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Under Armour Breaks New Ground With A 3D Printed Shoe

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    To celebrate their 20th anniversary, Under Armour’s rolling out the Architech. It's a shoe with something new: A 3D-printed midsole.

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    It’s the red bit.
    From Footwear News

    This marks the first time 3D printing has been used to make any part of a performance shoe.

    “But just the midsole?” I hear you think.

    “The midsole’s the most important part of an athletic shoe,” I could answer. In their words, it provides a “dynamic stability platform” that uses “energy returning foams.”

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    See?
    From Footwear News

    ...But no. For our purposes, the midsole itself isn’t that important. In fact, it’s not clear whether 3d printing was even required to create it, or whether they could have made an identical one with traditional methods. You’re also not likely to ever try it yourself: they’re only making 95 pairs of Architechs, and selling each one for $300.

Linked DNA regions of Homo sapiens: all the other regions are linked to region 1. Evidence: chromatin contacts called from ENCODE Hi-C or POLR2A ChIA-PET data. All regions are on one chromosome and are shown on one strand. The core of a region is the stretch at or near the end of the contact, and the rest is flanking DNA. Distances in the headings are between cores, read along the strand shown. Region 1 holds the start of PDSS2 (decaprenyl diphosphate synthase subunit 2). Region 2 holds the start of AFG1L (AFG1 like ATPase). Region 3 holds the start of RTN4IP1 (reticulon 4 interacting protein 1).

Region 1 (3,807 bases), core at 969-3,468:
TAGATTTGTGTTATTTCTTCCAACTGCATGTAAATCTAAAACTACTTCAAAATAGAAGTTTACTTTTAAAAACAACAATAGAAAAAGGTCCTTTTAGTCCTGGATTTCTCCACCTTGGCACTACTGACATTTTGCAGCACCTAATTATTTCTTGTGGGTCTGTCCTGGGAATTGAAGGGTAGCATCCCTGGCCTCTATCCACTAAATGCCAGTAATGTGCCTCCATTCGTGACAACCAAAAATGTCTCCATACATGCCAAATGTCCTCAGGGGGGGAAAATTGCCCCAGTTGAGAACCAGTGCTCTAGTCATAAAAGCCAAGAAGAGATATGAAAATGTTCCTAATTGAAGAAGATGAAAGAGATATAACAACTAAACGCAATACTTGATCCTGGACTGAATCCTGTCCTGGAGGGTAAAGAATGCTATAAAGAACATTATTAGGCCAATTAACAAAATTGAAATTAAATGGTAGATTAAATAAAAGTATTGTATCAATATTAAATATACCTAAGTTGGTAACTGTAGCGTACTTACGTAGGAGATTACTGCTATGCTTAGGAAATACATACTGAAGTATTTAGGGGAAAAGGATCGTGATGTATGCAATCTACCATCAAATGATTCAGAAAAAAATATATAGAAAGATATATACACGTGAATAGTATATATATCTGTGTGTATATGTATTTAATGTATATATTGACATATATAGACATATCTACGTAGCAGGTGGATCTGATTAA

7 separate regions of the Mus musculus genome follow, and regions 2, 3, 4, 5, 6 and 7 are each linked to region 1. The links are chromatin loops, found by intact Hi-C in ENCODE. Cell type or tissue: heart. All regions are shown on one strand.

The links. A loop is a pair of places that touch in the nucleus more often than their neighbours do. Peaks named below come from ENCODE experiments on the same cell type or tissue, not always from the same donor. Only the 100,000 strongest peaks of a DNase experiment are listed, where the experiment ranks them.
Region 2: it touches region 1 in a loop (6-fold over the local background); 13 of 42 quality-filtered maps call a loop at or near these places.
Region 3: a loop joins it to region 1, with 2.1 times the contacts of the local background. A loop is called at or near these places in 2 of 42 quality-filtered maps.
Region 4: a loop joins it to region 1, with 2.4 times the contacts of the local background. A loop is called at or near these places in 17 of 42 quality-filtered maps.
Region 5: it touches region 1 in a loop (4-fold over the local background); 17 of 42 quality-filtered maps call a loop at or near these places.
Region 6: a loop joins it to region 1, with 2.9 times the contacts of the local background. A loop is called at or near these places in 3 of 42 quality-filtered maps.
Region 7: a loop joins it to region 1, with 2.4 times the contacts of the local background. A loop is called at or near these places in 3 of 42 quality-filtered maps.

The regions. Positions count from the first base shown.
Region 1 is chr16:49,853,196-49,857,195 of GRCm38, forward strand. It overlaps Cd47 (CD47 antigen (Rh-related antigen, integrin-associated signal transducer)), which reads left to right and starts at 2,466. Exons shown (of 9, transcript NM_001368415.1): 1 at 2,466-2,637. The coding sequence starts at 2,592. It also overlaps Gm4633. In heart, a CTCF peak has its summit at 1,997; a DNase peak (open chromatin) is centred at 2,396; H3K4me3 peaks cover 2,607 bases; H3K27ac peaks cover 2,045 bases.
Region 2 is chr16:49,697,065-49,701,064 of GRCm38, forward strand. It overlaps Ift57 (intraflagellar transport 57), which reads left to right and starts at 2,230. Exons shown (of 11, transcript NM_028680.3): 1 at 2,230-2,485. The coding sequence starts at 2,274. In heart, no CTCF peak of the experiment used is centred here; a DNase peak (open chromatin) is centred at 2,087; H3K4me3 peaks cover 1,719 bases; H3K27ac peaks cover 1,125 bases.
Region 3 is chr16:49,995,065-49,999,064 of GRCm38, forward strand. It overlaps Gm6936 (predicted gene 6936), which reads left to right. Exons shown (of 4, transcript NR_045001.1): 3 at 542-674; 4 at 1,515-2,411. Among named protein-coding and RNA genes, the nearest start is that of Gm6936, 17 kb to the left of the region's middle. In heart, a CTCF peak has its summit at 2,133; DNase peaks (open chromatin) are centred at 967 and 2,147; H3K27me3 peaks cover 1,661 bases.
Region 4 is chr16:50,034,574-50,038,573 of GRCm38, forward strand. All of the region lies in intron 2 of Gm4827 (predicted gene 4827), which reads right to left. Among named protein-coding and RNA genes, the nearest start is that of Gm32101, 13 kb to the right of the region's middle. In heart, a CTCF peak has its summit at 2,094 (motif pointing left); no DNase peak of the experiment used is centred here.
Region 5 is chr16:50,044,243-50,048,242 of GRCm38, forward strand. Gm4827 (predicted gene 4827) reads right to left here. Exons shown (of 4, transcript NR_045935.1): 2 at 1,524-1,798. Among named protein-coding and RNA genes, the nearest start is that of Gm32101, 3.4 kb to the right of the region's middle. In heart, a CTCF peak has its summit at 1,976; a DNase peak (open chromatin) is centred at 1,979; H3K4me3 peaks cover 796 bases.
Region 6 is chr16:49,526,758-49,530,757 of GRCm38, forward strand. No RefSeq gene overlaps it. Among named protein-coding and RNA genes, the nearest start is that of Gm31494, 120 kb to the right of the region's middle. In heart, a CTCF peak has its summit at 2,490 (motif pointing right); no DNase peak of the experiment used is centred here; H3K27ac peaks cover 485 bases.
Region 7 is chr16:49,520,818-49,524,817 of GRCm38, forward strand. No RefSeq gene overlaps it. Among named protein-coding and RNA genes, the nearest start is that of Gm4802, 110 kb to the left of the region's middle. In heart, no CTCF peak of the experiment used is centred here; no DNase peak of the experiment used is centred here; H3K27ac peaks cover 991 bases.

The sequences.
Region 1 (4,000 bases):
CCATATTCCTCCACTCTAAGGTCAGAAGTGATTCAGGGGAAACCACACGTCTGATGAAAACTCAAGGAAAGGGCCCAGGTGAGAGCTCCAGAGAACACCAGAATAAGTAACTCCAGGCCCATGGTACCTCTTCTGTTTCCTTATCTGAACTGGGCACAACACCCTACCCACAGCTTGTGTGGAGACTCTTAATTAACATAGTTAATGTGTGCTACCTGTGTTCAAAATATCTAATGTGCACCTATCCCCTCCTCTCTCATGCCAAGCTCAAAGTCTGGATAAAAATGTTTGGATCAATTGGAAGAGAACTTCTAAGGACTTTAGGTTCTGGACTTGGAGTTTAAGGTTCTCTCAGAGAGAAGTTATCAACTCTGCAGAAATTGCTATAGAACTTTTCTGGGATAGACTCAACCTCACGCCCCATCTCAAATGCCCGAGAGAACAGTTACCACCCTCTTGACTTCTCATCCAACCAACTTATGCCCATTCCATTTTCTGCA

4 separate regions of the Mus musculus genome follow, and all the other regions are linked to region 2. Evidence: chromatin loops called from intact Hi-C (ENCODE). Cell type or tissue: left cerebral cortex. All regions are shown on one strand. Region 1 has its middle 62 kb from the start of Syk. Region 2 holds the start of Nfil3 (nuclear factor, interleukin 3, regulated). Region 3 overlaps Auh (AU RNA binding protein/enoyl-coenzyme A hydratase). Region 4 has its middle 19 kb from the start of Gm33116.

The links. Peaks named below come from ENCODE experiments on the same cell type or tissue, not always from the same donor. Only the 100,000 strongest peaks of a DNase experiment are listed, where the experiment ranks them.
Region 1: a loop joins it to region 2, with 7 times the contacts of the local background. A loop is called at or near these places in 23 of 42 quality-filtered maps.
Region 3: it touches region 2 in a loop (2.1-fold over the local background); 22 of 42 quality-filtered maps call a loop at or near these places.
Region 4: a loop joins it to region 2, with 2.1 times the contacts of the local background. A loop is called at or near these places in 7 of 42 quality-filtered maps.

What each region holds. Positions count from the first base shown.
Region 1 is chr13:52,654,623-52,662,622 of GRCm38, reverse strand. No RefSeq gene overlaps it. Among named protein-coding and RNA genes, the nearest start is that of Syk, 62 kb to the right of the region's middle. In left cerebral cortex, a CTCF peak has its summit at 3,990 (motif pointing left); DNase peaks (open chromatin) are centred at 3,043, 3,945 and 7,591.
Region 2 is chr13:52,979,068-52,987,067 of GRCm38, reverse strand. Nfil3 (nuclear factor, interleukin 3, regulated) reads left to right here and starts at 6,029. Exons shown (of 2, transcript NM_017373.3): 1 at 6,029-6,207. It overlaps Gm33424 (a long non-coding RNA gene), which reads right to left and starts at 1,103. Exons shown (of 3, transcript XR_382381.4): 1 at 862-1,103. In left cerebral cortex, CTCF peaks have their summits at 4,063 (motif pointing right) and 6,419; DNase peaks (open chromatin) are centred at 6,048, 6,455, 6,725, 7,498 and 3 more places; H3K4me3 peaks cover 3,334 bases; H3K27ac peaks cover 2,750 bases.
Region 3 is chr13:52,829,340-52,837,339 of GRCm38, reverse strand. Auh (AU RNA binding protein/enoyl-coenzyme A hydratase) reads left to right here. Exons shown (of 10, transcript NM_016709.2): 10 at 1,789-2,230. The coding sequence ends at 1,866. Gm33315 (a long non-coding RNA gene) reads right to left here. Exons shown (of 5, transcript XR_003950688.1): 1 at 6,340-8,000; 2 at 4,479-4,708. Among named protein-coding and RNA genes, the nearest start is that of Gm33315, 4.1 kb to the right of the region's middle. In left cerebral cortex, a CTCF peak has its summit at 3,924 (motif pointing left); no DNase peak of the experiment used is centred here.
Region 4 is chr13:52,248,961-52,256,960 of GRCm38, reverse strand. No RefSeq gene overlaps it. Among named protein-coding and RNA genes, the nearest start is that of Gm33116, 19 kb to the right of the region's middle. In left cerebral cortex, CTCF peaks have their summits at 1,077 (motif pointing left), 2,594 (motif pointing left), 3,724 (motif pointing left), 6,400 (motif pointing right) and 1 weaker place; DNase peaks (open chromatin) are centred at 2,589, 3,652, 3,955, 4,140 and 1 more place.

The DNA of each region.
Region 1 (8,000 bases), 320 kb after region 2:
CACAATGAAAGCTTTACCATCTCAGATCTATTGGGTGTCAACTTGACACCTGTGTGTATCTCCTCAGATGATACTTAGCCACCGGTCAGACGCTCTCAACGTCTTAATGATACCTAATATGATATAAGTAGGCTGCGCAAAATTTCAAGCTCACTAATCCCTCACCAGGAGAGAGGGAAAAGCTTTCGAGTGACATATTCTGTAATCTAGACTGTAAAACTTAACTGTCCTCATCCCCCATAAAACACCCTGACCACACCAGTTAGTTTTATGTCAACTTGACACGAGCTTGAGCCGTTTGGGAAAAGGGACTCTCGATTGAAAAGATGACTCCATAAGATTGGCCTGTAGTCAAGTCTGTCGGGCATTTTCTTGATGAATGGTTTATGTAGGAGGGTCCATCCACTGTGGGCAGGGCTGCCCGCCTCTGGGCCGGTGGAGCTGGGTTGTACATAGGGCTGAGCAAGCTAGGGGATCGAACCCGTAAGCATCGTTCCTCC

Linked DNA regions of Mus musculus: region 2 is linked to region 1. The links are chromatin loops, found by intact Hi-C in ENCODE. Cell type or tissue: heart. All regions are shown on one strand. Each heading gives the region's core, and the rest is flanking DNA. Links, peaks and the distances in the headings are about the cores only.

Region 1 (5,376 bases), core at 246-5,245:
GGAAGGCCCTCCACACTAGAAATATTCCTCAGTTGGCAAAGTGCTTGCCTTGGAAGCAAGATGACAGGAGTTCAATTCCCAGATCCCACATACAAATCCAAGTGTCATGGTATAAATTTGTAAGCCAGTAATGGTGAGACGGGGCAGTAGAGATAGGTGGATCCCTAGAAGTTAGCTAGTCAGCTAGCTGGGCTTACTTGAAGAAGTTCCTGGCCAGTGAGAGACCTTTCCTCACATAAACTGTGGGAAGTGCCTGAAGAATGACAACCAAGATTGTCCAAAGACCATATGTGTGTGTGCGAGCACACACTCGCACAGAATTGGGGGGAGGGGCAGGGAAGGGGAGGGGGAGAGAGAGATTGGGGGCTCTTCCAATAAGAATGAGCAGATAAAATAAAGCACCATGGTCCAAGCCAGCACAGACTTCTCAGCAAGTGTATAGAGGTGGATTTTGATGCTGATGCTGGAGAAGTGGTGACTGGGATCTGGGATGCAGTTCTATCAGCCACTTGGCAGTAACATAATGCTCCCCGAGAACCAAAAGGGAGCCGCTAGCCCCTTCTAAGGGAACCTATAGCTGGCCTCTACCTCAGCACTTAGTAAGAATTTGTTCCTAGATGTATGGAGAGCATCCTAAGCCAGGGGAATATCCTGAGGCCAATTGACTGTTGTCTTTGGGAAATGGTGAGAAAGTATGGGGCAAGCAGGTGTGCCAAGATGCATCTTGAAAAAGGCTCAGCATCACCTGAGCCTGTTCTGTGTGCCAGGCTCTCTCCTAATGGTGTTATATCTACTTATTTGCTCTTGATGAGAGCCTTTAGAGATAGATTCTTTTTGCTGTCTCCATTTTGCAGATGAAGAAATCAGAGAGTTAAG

So, why’s this even worth writing about? Because, like the Large Hadron Collider, it’s one of those technologies that’s more exciting for the possibilities it opens up than its present use.

    First off, it’s a great leap forward for generative design: that midsole was created by an algorithm, not an engineer. Remember my article from last year on how using computers to generate fonts might change the face of typography? I didn’t think so, but this is the same principle: it’s been used in art, electronic music, and architecture since the technology was developed, but it’s new to the world of household objects.

    It’s also a huge leap forward for shoe design, since it makes prototypes a snap. Instead of having to make a steel mold and inject thermoplastics into it, sneaker companies can 3d print the design straight from the computer it was made on. Mass-producing 3d printed objects is still impractical—the reason Under Armor’s making so few is because they have to print each one out at their headquarters—but the combination of generative design and 3d printing might just revolutionize the world of custom design.

    In the shoe world, online startups United Nude and Feetz are already using 3d-printing to create custom shoes for customers that won’t pinch or have to be broken in.

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    ...And also to make things like this.

    Nike patented a variant of the technology last October, and is taking it a step further, testing out booths in their stores where they’ll do the same for shoppers on the spot. And it could soon change the future of pro sports: Under Armor wants to start scanning athletes’ feet to create the perfect shoes for their size, shape, and arch.

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